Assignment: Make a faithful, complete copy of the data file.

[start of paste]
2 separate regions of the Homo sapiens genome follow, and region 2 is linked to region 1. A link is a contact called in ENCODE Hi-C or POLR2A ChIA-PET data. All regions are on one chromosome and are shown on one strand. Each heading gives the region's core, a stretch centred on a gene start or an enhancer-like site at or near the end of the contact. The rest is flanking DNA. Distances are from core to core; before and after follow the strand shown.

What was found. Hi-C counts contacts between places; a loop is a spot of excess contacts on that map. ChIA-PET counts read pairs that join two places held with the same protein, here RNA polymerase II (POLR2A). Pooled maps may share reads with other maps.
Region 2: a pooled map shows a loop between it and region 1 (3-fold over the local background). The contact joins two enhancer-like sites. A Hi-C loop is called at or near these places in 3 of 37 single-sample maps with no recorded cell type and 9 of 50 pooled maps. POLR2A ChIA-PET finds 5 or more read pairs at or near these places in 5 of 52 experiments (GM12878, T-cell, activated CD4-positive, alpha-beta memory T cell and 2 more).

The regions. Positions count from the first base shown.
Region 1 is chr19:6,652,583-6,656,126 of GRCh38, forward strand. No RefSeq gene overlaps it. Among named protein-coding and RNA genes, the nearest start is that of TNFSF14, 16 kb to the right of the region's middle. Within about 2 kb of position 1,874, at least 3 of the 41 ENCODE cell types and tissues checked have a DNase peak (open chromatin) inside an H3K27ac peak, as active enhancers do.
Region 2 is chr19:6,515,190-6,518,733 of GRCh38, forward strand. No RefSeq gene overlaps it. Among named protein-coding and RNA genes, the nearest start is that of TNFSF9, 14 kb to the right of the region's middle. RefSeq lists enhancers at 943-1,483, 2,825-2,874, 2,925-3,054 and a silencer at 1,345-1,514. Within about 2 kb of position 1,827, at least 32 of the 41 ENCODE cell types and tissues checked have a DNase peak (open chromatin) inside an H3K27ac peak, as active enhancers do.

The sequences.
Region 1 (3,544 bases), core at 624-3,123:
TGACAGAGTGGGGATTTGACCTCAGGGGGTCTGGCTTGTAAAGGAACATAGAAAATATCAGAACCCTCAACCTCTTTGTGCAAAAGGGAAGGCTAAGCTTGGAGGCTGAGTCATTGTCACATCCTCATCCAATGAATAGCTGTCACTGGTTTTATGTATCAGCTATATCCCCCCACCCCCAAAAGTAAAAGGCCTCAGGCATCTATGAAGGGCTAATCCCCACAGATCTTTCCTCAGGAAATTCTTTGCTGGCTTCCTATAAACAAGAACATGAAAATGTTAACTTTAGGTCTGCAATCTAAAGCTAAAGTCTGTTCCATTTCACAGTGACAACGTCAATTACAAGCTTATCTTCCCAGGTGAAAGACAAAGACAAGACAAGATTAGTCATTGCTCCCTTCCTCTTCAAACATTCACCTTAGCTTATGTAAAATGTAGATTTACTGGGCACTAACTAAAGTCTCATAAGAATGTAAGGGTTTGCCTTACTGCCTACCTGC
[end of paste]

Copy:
2 separate regions of the Homo sapiens genome follow, and region 2 is linked to region 1. A link is a contact called in ENCODE Hi-C or POLR2A ChIA-PET data. All regions are on one chromosome and are shown on one strand. Each heading gives the region's core, a stretch centred on a gene start or an enhancer-like site at or near the end of the contact. The rest is flanking DNA. Distances are from core to core; before and after follow the strand shown.

What was found. Hi-C counts contacts between places; a loop is a spot of excess contacts on that map. ChIA-PET counts read pairs that join two places held with the same protein, here RNA polymerase II (POLR2A). Pooled maps may share reads with other maps.
Region 2: a pooled map shows a loop between it and region 1 (3-fold over the local background). The contact joins two enhancer-like sites. A Hi-C loop is called at or near these places in 3 of 37 single-sample maps with no recorded cell type and 9 of 50 pooled maps. POLR2A ChIA-PET finds 5 or more read pairs at or near these places in 5 of 52 experiments (GM12878, T-cell, activated CD4-positive, alpha-beta memory T cell and 2 more).

The regions. Positions count from the first base shown.
Region 1 is chr19:6,652,583-6,656,126 of GRCh38, forward strand. No RefSeq gene overlaps it. Among named protein-coding and RNA genes, the nearest start is that of TNFSF14, 16 kb to the right of the region's middle. Within about 2 kb of position 1,874, at least 3 of the 41 ENCODE cell types and tissues checked have a DNase peak (open chromatin) inside an H3K27ac peak, as active enhancers do.
Region 2 is chr19:6,515,190-6,518,733 of GRCh38, forward strand. No RefSeq gene overlaps it. Among named protein-coding and RNA genes, the nearest start is that of TNFSF9, 14 kb to the right of the region's middle. RefSeq lists enhancers at 943-1,483, 2,825-2,874, 2,925-3,054 and a silencer at 1,345-1,514. Within about 2 kb of position 1,827, at least 32 of the 41 ENCODE cell types and tissues checked have a DNase peak (open chromatin) inside an H3K27ac peak, as active enhancers do.

The sequences.
Region 1 (3,544 bases), core at 624-3,123:
TGACAGAGTGGGGATTTGACCTCAGGGGGTCTGGCTTGTAAAGGAACATAGAAAATATCAGAACCCTCAACCTCTTTGTGCAAAAGGGAAGGCTAAGCTTGGAGGCTGAGTCATTGTCACATCCTCATCCAATGAATAGCTGTCACTGGTTTTATGTATCAGCTATATCCCCCCACCCCCAAAAGTAAAAGGCCTCAGGCATCTATGAAGGGCTAATCCCCACAGATCTTTCCTCAGGAAATTCTTTGCTGGCTTCCTATAAACAAGAACATGAAAATGTTAACTTTAGGTCTGCAATCTAAAGCTAAAGTCTGTTCCATTTCACAGTGACAACGTCAATTACAAGCTTATCTTCCCAGGTGAAAGACAAAGACAAGACAAGATTAGTCATTGCTCCCTTCCTCTTCAAACATTCACCTTAGCTTATGTAAAATGTAGATTTACTGGGCACTAACTAAAGTCTCATAAGAATGTAAGGGTTTGCCTTACTGCCTACCTGC